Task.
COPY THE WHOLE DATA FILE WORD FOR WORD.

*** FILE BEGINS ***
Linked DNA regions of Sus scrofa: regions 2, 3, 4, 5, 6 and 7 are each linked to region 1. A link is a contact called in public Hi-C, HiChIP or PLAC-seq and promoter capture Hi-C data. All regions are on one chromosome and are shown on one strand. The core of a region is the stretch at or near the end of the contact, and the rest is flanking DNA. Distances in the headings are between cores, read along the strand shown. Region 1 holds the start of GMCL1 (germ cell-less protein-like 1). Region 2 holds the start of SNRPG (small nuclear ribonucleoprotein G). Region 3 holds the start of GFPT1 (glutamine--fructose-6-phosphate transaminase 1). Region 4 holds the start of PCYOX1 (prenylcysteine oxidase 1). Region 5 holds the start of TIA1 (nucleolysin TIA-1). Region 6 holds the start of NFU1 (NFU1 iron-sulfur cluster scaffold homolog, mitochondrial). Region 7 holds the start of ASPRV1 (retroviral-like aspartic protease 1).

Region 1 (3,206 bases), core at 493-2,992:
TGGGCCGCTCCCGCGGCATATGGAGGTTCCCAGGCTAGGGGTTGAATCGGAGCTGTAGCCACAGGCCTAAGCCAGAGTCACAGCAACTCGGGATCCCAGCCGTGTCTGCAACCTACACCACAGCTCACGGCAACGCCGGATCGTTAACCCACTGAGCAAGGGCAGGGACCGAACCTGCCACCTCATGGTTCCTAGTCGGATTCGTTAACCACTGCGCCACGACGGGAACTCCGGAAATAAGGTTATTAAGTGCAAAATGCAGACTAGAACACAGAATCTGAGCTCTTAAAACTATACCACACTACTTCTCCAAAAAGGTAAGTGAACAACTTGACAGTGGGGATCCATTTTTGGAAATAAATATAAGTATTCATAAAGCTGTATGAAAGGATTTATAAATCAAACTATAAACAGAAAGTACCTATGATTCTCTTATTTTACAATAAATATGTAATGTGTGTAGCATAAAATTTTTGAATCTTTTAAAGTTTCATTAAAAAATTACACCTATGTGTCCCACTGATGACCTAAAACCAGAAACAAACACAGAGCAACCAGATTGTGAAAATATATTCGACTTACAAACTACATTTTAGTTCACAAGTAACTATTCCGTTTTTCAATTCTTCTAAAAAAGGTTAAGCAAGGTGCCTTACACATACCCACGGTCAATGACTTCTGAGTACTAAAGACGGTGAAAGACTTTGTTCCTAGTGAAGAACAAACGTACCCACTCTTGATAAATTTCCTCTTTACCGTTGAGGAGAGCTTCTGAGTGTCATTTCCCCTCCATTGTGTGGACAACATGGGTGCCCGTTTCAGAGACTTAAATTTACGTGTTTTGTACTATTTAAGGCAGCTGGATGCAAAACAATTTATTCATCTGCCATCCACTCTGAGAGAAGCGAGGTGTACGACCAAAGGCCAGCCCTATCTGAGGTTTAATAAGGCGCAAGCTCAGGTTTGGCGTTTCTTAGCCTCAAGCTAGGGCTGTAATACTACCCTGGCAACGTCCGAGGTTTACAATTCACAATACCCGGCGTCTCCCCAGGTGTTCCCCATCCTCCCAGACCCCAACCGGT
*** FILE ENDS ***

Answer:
Linked DNA regions of Sus scrofa: regions 2, 3, 4, 5, 6 and 7 are each linked to region 1. A link is a contact called in public Hi-C, HiChIP or PLAC-seq and promoter capture Hi-C data. All regions are on one chromosome and are shown on one strand. The core of a region is the stretch at or near the end of the contact, and the rest is flanking DNA. Distances in the headings are between cores, read along the strand shown. Region 1 holds the start of GMCL1 (germ cell-less protein-like 1). Region 2 holds the start of SNRPG (small nuclear ribonucleoprotein G). Region 3 holds the start of GFPT1 (glutamine--fructose-6-phosphate transaminase 1). Region 4 holds the start of PCYOX1 (prenylcysteine oxidase 1). Region 5 holds the start of TIA1 (nucleolysin TIA-1). Region 6 holds the start of NFU1 (NFU1 iron-sulfur cluster scaffold homolog, mitochondrial). Region 7 holds the start of ASPRV1 (retroviral-like aspartic protease 1).

Region 1 (3,206 bases), core at 493-2,992:
TGGGCCGCTCCCGCGGCATATGGAGGTTCCCAGGCTAGGGGTTGAATCGGAGCTGTAGCCACAGGCCTAAGCCAGAGTCACAGCAACTCGGGATCCCAGCCGTGTCTGCAACCTACACCACAGCTCACGGCAACGCCGGATCGTTAACCCACTGAGCAAGGGCAGGGACCGAACCTGCCACCTCATGGTTCCTAGTCGGATTCGTTAACCACTGCGCCACGACGGGAACTCCGGAAATAAGGTTATTAAGTGCAAAATGCAGACTAGAACACAGAATCTGAGCTCTTAAAACTATACCACACTACTTCTCCAAAAAGGTAAGTGAACAACTTGACAGTGGGGATCCATTTTTGGAAATAAATATAAGTATTCATAAAGCTGTATGAAAGGATTTATAAATCAAACTATAAACAGAAAGTACCTATGATTCTCTTATTTTACAATAAATATGTAATGTGTGTAGCATAAAATTTTTGAATCTTTTAAAGTTTCATTAAAAAATTACACCTATGTGTCCCACTGATGACCTAAAACCAGAAACAAACACAGAGCAACCAGATTGTGAAAATATATTCGACTTACAAACTACATTTTAGTTCACAAGTAACTATTCCGTTTTTCAATTCTTCTAAAAAAGGTTAAGCAAGGTGCCTTACACATACCCACGGTCAATGACTTCTGAGTACTAAAGACGGTGAAAGACTTTGTTCCTAGTGAAGAACAAACGTACCCACTCTTGATAAATTTCCTCTTTACCGTTGAGGAGAGCTTCTGAGTGTCATTTCCCCTCCATTGTGTGGACAACATGGGTGCCCGTTTCAGAGACTTAAATTTACGTGTTTTGTACTATTTAAGGCAGCTGGATGCAAAACAATTTATTCATCTGCCATCCACTCTGAGAGAAGCGAGGTGTACGACCAAAGGCCAGCCCTATCTGAGGTTTAATAAGGCGCAAGCTCAGGTTTGGCGTTTCTTAGCCTCAAGCTAGGGCTGTAATACTACCCTGGCAACGTCCGAGGTTTACAATTCACAATACCCGGCGTCTCCCCAGGTGTTCCCCATCCTCCCAGACCCCAACCGGT